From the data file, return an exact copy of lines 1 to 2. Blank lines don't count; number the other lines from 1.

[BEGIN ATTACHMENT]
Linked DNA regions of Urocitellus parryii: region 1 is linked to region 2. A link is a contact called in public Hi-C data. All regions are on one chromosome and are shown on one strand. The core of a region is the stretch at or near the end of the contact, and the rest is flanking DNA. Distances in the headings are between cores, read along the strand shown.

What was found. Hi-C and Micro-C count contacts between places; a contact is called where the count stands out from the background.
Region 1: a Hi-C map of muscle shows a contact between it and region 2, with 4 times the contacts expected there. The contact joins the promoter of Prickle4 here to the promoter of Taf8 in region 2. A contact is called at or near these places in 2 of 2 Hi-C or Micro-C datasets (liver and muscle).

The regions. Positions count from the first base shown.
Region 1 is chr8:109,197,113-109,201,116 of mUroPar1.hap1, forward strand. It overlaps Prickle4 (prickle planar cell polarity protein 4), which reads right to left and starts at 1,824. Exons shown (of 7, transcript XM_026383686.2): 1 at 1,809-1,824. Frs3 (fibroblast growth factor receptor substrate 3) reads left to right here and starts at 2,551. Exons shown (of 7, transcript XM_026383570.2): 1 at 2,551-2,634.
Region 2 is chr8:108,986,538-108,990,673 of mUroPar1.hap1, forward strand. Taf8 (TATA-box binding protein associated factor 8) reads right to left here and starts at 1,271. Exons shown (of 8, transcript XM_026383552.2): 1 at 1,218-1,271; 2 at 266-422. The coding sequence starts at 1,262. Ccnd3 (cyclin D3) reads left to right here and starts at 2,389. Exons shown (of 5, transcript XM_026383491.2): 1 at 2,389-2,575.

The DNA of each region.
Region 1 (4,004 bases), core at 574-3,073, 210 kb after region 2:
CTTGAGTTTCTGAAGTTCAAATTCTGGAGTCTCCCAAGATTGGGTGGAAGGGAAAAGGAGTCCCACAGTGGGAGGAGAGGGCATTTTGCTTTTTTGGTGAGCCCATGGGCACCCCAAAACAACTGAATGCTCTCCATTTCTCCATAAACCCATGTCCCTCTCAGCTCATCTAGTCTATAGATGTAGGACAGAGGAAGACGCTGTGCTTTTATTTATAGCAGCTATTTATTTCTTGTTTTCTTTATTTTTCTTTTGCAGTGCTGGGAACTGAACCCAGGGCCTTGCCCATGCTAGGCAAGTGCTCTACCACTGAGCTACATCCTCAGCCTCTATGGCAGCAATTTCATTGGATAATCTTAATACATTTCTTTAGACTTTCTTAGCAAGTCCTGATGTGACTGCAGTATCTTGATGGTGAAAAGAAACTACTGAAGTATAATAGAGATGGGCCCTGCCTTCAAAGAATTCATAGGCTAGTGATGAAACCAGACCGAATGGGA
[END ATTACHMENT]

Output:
Linked DNA regions of Urocitellus parryii: region 1 is linked to region 2. A link is a contact called in public Hi-C data. All regions are on one chromosome and are shown on one strand. The core of a region is the stretch at or near the end of the contact, and the rest is flanking DNA. Distances in the headings are between cores, read along the strand shown.

What was found. Hi-C and Micro-C count contacts between places; a contact is called where the count stands out from the background.